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Assume no byte cache.

Will the my_func be parsed before a & b are included, or after?

$x=my_func();

//a.php and b.php are **very** heavy scripts
include ('a.php');
include ('b.php');


//my_func makes the browser use it's cached version of the page.
function my_func(){
  //send caching headers
  //header(....);
  exit;
}
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3 Answers 3

up vote 1 down vote accepted

Why don't you try ?

For instance, you could have a first file, called temp.php, that contains this :

<?php

$a = my_func();

include 'temp-2.php';

function my_func() {
    die;
}

And the second file, temp-2.php, that would contain this :

<?php

sleep(5);

When you call temp.php from your web-browser, how long does it take for the page to load ? It is almost instantaneous ? Or does it take 5 seconds ?

In the first case, the function is called before temp-2.php is included.

... And, after trying : it does take only an instant -- which means the second file is not included, when there is a die or exit in the function.


EDIT after the comment : oh, sorry, I didn't really understand the question, I suppose :-(

Here is another try : the temp.php still contains this :

<?php

$a = my_func();

include 'temp-2.php';

function my_func() {
    die;
}

But the temp-2.php file now contains only that :

<?php

,

Which, yes, will get you a parse error if PHP tries to parse this file.


If you call temp.php from your problem, it doesn't seem to be any problem at all : nothing is displayed, and there is no parse error.

Now, if you comment the "die" line inside the my_func function, and try calling temp.php again in your browser, you get :

Parse error: syntax error, unexpected ',' in /home/squale/developpement/tests/temp/temp-2.php on line 3

Which indicates there is a Parse error if PHP tries to parse that second file.


So, the first time, the function has been called before PHP actually tried to parse the second file.

Hope this answer you question better, this time :-)

share|improve this answer
    
I am distinguishing between parsing and running. So, in my case, if the files are included and parsed, and then executed only after the call to my_func, this is not good for me (and your test does not prove it or disprove it), as in my real app, a.php & b.php are a huge list of files, several megas... –  Itay Moav -Malimovka Sep 26 '09 at 23:37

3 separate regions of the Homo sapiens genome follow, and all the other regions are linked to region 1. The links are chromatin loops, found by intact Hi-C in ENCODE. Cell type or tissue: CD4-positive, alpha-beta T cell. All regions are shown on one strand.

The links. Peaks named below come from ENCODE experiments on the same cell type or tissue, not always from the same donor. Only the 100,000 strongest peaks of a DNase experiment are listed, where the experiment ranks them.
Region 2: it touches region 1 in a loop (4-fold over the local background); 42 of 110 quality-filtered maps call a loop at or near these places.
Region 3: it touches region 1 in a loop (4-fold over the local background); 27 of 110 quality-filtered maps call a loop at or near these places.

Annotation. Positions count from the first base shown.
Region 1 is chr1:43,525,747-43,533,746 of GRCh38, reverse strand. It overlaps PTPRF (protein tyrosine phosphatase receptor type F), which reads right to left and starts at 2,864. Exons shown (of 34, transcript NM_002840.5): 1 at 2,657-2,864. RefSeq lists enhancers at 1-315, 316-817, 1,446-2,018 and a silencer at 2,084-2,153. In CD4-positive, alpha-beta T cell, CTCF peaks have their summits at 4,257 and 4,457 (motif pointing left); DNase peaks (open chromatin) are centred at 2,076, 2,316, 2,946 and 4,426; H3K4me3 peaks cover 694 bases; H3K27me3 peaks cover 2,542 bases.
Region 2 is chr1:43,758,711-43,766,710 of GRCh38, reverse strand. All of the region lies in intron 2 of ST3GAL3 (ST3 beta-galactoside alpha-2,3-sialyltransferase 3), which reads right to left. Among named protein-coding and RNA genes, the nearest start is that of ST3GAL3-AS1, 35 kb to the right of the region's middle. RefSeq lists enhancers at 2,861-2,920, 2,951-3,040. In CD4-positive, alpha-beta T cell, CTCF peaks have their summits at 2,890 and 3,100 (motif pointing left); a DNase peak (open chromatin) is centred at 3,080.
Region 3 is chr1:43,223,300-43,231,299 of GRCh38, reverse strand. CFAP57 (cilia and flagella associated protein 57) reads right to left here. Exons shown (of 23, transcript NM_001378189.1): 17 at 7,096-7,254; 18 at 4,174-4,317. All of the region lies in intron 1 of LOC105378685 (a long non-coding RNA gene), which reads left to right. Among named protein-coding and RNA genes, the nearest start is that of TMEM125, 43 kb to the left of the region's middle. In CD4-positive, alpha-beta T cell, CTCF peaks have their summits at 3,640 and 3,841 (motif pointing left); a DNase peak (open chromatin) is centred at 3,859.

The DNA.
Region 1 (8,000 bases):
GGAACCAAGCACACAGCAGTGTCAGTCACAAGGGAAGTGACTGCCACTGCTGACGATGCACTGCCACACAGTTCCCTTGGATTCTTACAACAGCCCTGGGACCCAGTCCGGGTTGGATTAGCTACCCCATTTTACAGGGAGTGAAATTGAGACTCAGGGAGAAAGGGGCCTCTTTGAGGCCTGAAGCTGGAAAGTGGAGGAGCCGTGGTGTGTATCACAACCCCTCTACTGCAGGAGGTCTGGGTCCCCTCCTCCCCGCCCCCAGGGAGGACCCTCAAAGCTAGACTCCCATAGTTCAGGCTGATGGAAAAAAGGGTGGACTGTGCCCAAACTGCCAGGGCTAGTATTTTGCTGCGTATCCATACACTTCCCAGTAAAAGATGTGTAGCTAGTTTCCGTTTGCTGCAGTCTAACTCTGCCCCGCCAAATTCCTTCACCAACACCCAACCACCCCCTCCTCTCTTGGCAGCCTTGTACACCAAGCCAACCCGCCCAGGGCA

@Itay : I've just edited my answer with a second exemple, which, I hope, answers your question better. –  Pascal MARTIN Sep 27 '09 at 8:18
    
Although I got a straight answer by Adam Wright, I like yours better cause of the proof. Thanks. –  Itay Moav -Malimovka Sep 29 '09 at 2:28
    
You're welcome ! Have fun :-) –  Pascal MARTIN Sep 29 '09 at 4:07

Yes, my_func will be called before the includes are executed. They're effectively a "run time" mechanism, rather than parse time. You can even include conditionally, by wrapping them in flow control.

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SO, just to make it cleared for me. Includes happens in the "running phase" and not in the parsing phase? –  Itay Moav -Malimovka Sep 26 '09 at 23:38
    
Yes - includes are included at runtime. –  Adam Wright Sep 27 '09 at 11:57

Basically the ordering will be correct. Consider:

a.php:

<?php echo "A\n"; ?>

b.php:

<?php echo "B\n"; ?>

c.php:

<?php
my_func();

include 'a.php';
include 'b.php';

function my_func() {
  echo "C\n";
}
?>

The output will be:

C
A
B

But change c.php to:

<?php
my_func();

include 'a.php';

function my_func() {
  include 'b.php';
  echo "C\n";
}
?>

and the output changes to:

B
C
A
share|improve this answer
    
what if the function my_func is in a.php or b.php? –  andho Sep 26 '09 at 18:26
    
Answer to my own question Fatal error: Call to undefined function my_func() in D:\Program Files\xampp5\htdocs\test\test2.php on line 2 –  andho Sep 26 '09 at 18:28
    
If you're getting a fatal error you've probably got a typo somewhere because the above works fine. –  cletus Sep 26 '09 at 23:52

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